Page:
SURVEY NOTES

Needing A Great Resource for Teaching Your Students About Utah Fossils?

by Marshall Robinson


The UGS has many resources and tools for teachers including teaching kits, geologic guides, geology-related videos, and maps. Additionally, our interactive web maps are a great resource to start with as they provide a wide variety of geologic information in one spot that teachers from across the world can access. Over the past several years, the UGS has created these user-friendly, informationrich interactive maps to enable map users to explore and understand geology in a more immersive way.

Screenshot of the Geologic Map Portal showing an oblique view of Mt. Timpanogos and Provo Canyon from the south. The 3-dimensional base map allows the user to see the relationship between the landscape and geologic formations (colored polygons), faults (heavy black lines), and ancient shorelines of Lake Bonneville (blue lines).

The Geologic Map Portal was the first interactive map created for the UGS website, and it displays a collection of over 800 of Utah’s best geologic maps. Every geologic map is available for download in various formats, with some of the more recent maps (and all 30′ x 60′ quadrangles) available in a GIS (geographic information system) format. Each colored polygon (which represents a closely related group of rocks, i.e., formations) is clickable, which opens a pop-up showing detailed rock unit descriptions. An improvement to this application came a couple years ago when the 2-dimensional base map was converted to a more true-to-life 3-dimensional base map. This improvement allows the user to tilt and rotate the map to see the rock units in a way that helps them better understand the relationship between geology and landscape. Elementary school teachers and college professors alike can take advantage of this new visual aid to help them teach their students geology in both the classroom and field. Although experiencing geology in person and in the field is probably the best way to understand difficult geologic concepts, our interactive map can certainly add to the experience as it allows you to see the geology of any given location in Utah whenever you want.

In the past 10 years, the UGS has built over 20 interactive maps focused on many aspects of geology. Some of the more useful applications for teachers are centered around popular geology, geologic hazards, and energy and mineral resources. Every interactive map we have created is on the UGS Interactive Maps web page, but a brief summary of some of our more helpful interactive maps follows.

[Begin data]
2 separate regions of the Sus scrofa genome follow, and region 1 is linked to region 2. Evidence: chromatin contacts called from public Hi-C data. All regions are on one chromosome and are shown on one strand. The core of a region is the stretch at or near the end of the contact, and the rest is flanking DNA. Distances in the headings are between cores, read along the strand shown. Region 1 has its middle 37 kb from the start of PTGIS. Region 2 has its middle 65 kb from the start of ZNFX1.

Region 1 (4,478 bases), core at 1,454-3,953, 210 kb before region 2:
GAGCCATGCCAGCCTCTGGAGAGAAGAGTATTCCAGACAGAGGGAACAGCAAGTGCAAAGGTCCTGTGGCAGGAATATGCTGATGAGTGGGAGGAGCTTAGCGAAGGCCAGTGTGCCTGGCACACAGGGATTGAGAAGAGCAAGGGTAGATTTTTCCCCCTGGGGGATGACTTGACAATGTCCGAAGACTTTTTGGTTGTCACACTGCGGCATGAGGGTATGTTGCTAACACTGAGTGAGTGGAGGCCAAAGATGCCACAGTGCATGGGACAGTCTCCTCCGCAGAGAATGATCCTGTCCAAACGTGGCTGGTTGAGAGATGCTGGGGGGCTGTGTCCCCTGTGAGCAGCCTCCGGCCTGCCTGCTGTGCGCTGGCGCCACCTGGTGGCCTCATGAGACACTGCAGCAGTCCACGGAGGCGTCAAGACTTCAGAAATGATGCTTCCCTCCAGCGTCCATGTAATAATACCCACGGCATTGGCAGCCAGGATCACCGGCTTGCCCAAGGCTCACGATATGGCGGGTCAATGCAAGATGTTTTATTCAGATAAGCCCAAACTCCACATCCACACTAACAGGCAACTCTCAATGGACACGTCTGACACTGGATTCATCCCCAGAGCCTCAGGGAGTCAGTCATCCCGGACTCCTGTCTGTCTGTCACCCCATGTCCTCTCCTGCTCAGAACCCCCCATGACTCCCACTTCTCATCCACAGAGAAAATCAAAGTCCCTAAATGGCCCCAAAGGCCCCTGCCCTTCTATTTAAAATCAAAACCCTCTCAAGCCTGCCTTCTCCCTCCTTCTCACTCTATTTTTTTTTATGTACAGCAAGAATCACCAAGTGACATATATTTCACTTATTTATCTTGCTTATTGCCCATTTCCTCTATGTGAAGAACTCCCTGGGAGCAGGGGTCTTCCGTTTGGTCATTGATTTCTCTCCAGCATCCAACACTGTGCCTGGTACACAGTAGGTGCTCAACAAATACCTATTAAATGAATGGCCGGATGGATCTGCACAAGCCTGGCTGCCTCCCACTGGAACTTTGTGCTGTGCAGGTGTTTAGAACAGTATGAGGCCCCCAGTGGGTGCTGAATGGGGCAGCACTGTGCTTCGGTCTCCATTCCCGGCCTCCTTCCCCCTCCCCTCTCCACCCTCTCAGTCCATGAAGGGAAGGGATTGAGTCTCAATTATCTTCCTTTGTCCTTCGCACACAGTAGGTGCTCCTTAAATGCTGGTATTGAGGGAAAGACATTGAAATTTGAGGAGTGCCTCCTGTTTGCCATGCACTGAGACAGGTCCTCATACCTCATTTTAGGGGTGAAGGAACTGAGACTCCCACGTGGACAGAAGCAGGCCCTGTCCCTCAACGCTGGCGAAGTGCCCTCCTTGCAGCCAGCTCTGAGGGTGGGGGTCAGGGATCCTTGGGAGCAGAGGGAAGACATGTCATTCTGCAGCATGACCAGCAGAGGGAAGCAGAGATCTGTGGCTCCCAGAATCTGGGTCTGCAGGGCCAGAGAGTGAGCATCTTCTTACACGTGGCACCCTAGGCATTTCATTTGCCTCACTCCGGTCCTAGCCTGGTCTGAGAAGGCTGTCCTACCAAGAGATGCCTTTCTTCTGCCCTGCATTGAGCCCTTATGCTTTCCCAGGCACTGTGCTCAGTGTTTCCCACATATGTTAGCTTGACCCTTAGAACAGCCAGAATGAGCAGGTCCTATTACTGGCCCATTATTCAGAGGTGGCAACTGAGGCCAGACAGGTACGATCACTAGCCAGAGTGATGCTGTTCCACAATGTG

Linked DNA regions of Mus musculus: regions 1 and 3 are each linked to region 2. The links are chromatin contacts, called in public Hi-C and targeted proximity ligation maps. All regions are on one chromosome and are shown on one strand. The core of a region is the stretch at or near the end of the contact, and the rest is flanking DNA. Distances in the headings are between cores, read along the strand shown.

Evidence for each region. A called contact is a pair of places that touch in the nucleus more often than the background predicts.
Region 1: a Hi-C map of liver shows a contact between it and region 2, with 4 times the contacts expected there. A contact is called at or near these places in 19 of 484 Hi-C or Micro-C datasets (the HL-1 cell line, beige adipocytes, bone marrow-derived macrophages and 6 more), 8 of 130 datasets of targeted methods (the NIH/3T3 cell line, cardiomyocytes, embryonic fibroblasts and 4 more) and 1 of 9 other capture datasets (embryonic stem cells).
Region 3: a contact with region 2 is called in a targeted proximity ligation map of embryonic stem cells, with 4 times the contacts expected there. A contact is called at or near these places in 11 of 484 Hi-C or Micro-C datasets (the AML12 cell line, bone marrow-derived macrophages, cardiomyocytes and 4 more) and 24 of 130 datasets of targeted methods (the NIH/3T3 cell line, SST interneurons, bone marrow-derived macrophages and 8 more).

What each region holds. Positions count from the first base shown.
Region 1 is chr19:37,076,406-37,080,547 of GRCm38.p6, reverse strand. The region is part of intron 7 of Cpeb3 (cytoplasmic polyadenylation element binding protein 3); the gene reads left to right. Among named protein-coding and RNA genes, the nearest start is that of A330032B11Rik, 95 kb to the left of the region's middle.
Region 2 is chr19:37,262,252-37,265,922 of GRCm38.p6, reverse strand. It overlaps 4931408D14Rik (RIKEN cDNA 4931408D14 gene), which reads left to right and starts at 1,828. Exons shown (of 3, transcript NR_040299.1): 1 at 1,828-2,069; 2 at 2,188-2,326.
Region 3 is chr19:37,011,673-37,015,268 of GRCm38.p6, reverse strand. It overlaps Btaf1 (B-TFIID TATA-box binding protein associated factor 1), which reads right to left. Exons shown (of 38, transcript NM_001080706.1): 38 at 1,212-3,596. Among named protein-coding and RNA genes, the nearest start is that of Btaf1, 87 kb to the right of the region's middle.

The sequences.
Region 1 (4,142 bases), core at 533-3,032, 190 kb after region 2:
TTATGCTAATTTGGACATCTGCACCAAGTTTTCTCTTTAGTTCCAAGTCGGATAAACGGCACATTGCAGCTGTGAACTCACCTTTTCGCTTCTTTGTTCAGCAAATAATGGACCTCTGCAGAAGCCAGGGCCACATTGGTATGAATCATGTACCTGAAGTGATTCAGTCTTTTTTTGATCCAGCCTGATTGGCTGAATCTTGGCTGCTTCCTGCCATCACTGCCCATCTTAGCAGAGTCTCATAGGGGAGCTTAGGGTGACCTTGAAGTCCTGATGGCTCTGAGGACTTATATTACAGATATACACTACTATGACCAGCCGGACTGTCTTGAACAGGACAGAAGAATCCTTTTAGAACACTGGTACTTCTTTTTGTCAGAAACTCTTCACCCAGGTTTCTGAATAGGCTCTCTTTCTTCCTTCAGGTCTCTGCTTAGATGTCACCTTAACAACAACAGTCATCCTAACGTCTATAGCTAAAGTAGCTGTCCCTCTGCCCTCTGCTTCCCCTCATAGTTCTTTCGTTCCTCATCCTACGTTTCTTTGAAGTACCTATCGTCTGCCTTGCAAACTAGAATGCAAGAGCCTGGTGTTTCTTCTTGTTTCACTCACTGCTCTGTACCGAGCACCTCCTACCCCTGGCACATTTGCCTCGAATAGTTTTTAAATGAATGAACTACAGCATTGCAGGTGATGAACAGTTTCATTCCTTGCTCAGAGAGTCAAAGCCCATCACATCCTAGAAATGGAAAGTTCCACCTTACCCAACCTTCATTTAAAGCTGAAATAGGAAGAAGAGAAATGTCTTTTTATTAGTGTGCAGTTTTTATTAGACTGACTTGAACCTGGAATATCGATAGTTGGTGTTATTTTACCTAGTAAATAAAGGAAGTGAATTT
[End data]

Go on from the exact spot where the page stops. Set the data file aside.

Screenshot of the GeoSights interactive map. Here, people can find many of Utah’s very unique geologic wonders.

Popular Geology

(click on “Popular Geology” filter on Interactive Maps web page):

This option is for those looking for more “general information” interactive maps. These maps give detailed information about rockhounding, fossil sites, pretty landscaping rocks, and fascinating geologic sites throughout the state (called GeoSights). These interactive maps are a great resource for finding and understanding some of Utah’s more fun geologic resources.

Screenshot of the Utah Quaternary Fault & Fold Database interactive map. The different line colors correspond to how recently the fault last moved and ruptured the ground surface, generating a large earthquake.

Geologic Hazards

(click on “Hazards” filter on Interactive Maps web page):

The Utah Quaternary Fault & Fold Database map shows all of Utah’s active faults. On this interactive map one can find if their home or prospective home is near a fault line. The lines on this map represent faults generally considered to be likely sources of large earthquakes (about magnitude 6.5 or greater). Additionally, a more all-inclusive hazards application is being developed that will display all available geologic hazard data in one interactive map.

Though it is not a true interactive map, we also provide an interactive “story map” of Large Earthquakes on the Wasatch Fault. This teaching tool is great for anyone looking to gain a general understanding of Utah’s most hazardous fault system as you can scroll through and learn when large earthquakes have occurred on the Wasatch fault over time in addition to how we have gathered this information.

Energy Resources

(click on “Energy Resources” filter on Interactive Maps web page):

Many teachers may not know that the UGS houses rock core samples and cuttings from thousands of oil and gas wells in a large warehouse building known as the Utah Core Research Center. We created an interactive map to display all of the data from each well in a user-friendly format. These data include information about well location and depth, rock type, and, in some cases, high-resolution photos of the core. Another useful resource map is about Utah’s mining and industrial resources. This new interactive map shows where all of Utah’s mining districts are located as well as where limestone, gypsum, dolomite, and bentonite resource potential is best in Utah. Seeing the location of these mineral resources is an important step in learning the geologic history of Utah because specific minerals are found in specific geologic environments (for more information on this topic, see the “Glad You Asked/Teacher’s Corner” article in the September 2018 issue of Survey Notes).

The UGS website has interactive maps for a broad audience. Everyone from amateur rock-hounders to teachers to researchers and consultants will find valuable data in our interactive maps. Other UGS interactive maps cover topics ranging from geothermal and wetlands data to groundwater and mineral resources. We continue to work hard on providing the most up-to-date and accurate data in the most user-friendly way possible.